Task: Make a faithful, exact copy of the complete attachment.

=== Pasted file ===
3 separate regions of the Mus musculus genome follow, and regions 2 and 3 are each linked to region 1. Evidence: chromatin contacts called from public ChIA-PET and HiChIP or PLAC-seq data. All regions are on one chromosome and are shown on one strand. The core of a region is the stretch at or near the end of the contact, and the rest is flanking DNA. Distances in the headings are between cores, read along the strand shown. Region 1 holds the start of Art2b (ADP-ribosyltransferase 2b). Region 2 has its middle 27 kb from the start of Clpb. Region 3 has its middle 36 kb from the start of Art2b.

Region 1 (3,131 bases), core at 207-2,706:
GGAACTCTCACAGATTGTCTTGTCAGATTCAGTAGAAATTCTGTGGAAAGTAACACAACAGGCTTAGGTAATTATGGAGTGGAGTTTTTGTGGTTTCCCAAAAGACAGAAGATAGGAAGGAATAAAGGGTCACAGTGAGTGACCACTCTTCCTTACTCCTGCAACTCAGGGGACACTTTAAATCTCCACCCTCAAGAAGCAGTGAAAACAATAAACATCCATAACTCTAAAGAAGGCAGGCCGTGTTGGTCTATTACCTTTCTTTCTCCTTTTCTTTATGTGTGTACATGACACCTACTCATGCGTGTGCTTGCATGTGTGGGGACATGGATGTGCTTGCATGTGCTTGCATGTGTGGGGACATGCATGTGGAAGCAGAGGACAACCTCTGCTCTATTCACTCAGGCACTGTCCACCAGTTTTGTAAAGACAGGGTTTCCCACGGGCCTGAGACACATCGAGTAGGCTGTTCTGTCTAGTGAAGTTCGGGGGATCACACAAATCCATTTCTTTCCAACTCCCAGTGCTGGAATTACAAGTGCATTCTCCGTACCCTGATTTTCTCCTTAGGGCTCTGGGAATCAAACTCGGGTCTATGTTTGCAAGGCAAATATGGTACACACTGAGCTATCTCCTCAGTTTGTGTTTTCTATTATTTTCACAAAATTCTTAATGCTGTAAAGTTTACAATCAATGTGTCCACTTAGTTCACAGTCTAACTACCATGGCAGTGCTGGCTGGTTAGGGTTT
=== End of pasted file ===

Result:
3 separate regions of the Mus musculus genome follow, and regions 2 and 3 are each linked to region 1. Evidence: chromatin contacts called from public ChIA-PET and HiChIP or PLAC-seq data. All regions are on one chromosome and are shown on one strand. The core of a region is the stretch at or near the end of the contact, and the rest is flanking DNA. Distances in the headings are between cores, read along the strand shown. Region 1 holds the start of Art2b (ADP-ribosyltransferase 2b). Region 2 has its middle 27 kb from the start of Clpb. Region 3 has its middle 36 kb from the start of Art2b.

Region 1 (3,131 bases), core at 207-2,706:
GGAACTCTCACAGATTGTCTTGTCAGATTCAGTAGAAATTCTGTGGAAAGTAACACAACAGGCTTAGGTAATTATGGAGTGGAGTTTTTGTGGTTTCCCAAAAGACAGAAGATAGGAAGGAATAAAGGGTCACAGTGAGTGACCACTCTTCCTTACTCCTGCAACTCAGGGGACACTTTAAATCTCCACCCTCAAGAAGCAGTGAAAACAATAAACATCCATAACTCTAAAGAAGGCAGGCCGTGTTGGTCTATTACCTTTCTTTCTCCTTTTCTTTATGTGTGTACATGACACCTACTCATGCGTGTGCTTGCATGTGTGGGGACATGGATGTGCTTGCATGTGCTTGCATGTGTGGGGACATGCATGTGGAAGCAGAGGACAACCTCTGCTCTATTCACTCAGGCACTGTCCACCAGTTTTGTAAAGACAGGGTTTCCCACGGGCCTGAGACACATCGAGTAGGCTGTTCTGTCTAGTGAAGTTCGGGGGATCACACAAATCCATTTCTTTCCAACTCCCAGTGCTGGAATTACAAGTGCATTCTCCGTACCCTGATTTTCTCCTTAGGGCTCTGGGAATCAAACTCGGGTCTATGTTTGCAAGGCAAATATGGTACACACTGAGCTATCTCCTCAGTTTGTGTTTTCTATTATTTTCACAAAATTCTTAATGCTGTAAAGTTTACAATCAATGTGTCCACTTAGTTCACAGTCTAACTACCATGGCAGTGCTGGCTGGTTAGGGTTT